Wednesday, June 08, 2005

Final Six Weeks or The Unlikely RN & Night Shifts

This coming Monday I begin my "leadership" rotation where I work as a give-everything-but-medications nurse on a pediatric medical-surgical unit. When my preceptor (the nurse who will steer me through this experience) gave me my schedule, the first word she said was "Sorry."


And the schedule IS something awful (2 days then 3 nights then 1 day then 2 night...). However, I did say I wanted to experience both day and night shifts and I will indeed have about equal parts day and night. Also, I don't have anything else going on for the next 6 weeks (we only have to attend a weekly discussion group and our online class) so I might as well undertake a gruelling schedule of ill-timed 12-hour shifts. Right? The very good news, however, is that I like my preceptor very much. I'm her first preceptoree which I think is a good thing as she won't be comparing me to other students and we can work out a situation that will work for both of us. Additionally, my preceptor is being trained to be a charge nurse so I get to go with her to her training shifts and I'm looking forward to this taste of management. Also, my two best friends are working nights so we'll be able to see each other.

Does anyone have night shift survival tips? Sleep schedule suggestions? Painless ways to put yourself out of your misery? I'm very green when it comes to shift work and can use all the advice you can give.


Anonymous Anonymous said...

I think everyone approaches nights differently....I try not to sleep 8 hours between them, much as I am tempted because then I feel very tired and grumpy going into the subsequent nights. I also eat lots - but I'm not sure that's a good tip to pass on!

7:33 AM  
Anonymous Judy said...

What's the difference between a night shift nurse and an elephant?

About 10 lbs -- especially if you follow anonymous' suggestion.

I've been working 2 12 hour night shifts every weekend for the last 18 years. It works for me because I can usually plan ahead.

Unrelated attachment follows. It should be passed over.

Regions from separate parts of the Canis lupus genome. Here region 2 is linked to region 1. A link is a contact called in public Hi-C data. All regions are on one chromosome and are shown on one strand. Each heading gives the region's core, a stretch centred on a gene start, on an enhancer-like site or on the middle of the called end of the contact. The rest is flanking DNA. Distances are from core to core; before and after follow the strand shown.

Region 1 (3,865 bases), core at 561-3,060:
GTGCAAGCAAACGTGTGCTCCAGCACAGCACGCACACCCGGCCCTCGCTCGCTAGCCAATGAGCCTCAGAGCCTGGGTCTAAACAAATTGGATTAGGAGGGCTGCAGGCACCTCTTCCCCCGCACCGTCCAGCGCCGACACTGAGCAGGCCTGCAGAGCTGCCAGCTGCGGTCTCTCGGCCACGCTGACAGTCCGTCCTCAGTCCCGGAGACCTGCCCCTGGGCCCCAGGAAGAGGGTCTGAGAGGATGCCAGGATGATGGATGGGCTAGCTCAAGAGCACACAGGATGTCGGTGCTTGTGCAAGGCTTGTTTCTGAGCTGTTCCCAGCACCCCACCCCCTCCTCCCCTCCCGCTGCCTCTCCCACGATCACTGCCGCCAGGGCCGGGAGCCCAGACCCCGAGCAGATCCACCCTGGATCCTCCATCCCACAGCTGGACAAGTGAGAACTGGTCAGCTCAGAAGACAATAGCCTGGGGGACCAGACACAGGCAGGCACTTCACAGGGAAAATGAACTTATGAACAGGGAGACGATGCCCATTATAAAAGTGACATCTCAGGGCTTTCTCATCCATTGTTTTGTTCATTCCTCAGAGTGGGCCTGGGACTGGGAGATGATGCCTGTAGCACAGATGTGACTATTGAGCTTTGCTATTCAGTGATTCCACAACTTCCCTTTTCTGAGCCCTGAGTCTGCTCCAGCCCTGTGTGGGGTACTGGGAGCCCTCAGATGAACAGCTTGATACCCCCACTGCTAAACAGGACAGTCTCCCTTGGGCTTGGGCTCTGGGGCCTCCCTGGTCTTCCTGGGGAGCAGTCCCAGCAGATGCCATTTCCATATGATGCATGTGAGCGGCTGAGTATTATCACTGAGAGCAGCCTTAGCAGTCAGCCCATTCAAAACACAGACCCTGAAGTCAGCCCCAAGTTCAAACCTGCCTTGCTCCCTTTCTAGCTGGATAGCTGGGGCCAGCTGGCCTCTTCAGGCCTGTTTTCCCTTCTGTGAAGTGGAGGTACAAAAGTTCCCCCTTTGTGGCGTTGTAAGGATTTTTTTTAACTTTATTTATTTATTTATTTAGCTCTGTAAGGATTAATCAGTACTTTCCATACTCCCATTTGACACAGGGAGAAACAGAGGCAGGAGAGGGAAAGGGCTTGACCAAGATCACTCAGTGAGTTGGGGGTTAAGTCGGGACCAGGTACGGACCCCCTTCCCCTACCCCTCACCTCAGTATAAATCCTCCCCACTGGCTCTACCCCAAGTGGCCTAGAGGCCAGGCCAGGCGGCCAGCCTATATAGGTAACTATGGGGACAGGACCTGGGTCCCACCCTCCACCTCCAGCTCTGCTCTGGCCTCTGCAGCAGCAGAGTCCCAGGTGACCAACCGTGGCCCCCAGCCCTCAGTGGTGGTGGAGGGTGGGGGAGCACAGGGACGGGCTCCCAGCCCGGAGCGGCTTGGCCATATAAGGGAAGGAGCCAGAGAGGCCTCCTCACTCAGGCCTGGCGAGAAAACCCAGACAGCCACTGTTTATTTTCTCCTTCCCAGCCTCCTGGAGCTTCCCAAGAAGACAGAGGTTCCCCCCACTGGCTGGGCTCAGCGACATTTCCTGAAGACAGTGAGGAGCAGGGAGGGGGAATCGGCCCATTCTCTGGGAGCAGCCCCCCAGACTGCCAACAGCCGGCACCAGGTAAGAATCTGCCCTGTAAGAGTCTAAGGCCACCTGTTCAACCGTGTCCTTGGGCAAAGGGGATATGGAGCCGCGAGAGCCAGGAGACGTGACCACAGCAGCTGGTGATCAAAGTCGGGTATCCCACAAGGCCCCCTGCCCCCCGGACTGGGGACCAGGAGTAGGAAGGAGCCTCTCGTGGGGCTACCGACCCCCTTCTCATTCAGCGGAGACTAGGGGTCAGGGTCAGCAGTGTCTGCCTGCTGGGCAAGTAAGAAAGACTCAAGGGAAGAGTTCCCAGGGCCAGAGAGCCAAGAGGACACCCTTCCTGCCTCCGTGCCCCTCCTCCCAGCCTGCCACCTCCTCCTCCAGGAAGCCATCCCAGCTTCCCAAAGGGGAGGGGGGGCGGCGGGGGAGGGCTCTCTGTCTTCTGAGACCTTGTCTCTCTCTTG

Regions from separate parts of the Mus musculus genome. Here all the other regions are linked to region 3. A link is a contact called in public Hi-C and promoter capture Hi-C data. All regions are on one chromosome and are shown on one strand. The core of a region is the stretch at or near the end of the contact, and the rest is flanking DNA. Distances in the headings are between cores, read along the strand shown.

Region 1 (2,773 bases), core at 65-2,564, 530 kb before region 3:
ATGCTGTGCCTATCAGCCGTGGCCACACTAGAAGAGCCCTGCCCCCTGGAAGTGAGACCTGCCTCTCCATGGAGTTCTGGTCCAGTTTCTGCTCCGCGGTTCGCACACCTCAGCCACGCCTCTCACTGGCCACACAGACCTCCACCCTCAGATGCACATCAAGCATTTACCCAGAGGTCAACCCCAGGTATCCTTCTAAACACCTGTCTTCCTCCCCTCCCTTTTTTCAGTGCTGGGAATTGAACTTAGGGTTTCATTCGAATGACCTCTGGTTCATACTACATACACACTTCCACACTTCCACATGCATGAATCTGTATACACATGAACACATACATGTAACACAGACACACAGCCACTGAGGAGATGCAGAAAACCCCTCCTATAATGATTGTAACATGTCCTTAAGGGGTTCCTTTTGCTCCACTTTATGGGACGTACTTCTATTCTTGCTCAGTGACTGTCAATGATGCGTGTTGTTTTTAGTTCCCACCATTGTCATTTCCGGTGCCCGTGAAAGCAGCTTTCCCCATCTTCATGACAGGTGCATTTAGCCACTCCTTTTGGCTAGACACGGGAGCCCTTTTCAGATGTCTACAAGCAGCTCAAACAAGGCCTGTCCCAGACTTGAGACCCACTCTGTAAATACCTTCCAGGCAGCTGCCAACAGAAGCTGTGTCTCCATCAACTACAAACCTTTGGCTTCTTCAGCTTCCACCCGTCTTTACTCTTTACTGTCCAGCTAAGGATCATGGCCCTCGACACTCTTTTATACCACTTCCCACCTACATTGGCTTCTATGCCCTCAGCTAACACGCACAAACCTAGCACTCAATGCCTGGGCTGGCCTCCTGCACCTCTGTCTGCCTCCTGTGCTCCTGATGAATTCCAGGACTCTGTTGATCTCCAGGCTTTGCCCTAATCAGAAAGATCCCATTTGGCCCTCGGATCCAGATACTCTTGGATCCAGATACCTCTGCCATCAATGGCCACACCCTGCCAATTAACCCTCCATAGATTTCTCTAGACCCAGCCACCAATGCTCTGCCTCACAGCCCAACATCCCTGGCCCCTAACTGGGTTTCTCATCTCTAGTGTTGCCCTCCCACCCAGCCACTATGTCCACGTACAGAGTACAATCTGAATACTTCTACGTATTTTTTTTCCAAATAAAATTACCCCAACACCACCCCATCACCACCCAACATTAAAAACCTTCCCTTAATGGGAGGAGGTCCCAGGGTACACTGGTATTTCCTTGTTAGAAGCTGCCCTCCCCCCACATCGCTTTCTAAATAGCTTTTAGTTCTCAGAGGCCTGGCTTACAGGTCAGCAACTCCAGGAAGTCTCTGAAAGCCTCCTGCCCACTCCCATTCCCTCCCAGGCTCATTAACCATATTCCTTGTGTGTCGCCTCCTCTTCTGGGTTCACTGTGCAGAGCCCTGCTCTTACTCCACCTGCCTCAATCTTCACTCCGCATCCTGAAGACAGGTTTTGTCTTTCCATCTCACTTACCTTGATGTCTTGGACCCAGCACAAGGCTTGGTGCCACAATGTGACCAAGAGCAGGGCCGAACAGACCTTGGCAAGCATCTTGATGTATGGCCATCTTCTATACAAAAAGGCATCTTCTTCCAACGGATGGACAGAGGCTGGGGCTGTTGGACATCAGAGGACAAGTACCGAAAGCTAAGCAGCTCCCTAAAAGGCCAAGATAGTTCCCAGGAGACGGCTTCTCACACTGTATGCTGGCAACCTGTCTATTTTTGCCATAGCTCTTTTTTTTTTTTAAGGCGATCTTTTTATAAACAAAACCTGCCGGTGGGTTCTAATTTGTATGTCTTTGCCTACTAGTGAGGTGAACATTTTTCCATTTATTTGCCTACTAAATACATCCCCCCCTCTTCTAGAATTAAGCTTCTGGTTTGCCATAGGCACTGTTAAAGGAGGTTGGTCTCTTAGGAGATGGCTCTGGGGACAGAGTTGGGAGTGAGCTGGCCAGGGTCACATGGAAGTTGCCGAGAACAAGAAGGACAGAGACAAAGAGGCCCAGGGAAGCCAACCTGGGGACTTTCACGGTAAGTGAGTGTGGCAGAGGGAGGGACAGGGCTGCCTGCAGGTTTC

I try not to plan anything too strenuous on Fridays. I take a nap on Friday afternoons -- about 1-2 hours. I have room-darkening shades on my windows. Some people get a sleep mask to block out the light instead. If I have difficulty sleeping, I have a CD that I pop in that puts me out in under 5 minutes EVERY time. What works for me is CHANT - A Gregorian chant CD. ymmv on that, but music or white noise can help block out outside sounds.

On Saturday mornings, I go to bed shortly after getting home if it's been a rough night, otherwise, I stay up and spend an hour or so with my husband and kids before they head out for the day.

I don't have too much trouble staying awake any more, but I've been doing this a long time and acquired a taste for coffee about 8 years into this. Before that, I didn't use much caffeine at all.

Eating is distracting and can give you an energy boost, depending on what you eat. It can also make you sleepier if you eat the wrong things. Turkey is a BAD idea, for example - think Thanksgiving somnolence. High carb foods aren't always good either. Popcorn can be a relatively low calorie alternative to other snacks if you get the low-fat varieties. I'm partial to carrot chips, myself.

One thing to really watch about communal food on nursing units is other people's hand-washing behaviors. I mostly won't eat after anyone else has had their hands in the food. Not at work, anyway. If the unit you're on has any problem at all with hospital-acquired infections, someone isn't washing their hands. Think about it.

10:48 AM  
Anonymous Anonymous said...

Apparently I became very grumpy at home when I was on night shifts (something hard to imagine). I drank tons of coffee (to which I am now addicted so that's not so good), and tried not to eat if i had already done the 3 meals during the day. Before I had kids I'd go to the gym before my shift (from 4-6 say) and that was really good as it made me less hungry and actually gave me energy and then it didnt matter so much if you ended up eating tons of chocolate at 4am.

Sleep wise I got home around 8, slept until about 1 or 2 (so by night 3 you've had about 15 hours of bad sleep total), veged until 3 and then made meals, did stuff like shopping, went to gym, etc.

Studies show that shift workers die earlier. After a few nights I believed that. Although it seems to have more to do with fatal mistakes made on night shifts than the actual shifts themselves. Have fun!! dianne

11:04 AM  
Anonymous Anonymous said...

Well, I suppose actual nurses have good advice on how to keep sharp at night, but really you should consult the experts: better bone up on Angel and Buffy...

12:17 PM  
Blogger Ilan Muskat said...

I second the Angel and Buffy suggestions, except I only watch them because they make the funny double-entendres about stakes being sort of suggestively-shaped.

My best suggestion is maybe to keep hydrated. Probably not to get addicted to amphetamines. But that's another way.

I guess hospitals don't let you carry cellphones. If they did I'd suggest that you get one and have Dan call you every 25 minutes.

9:14 PM  
Anonymous Anonymous said...

212 hour night shifts? in the champeenship?

... i'd wike to see ya twwy.

10:08 AM  
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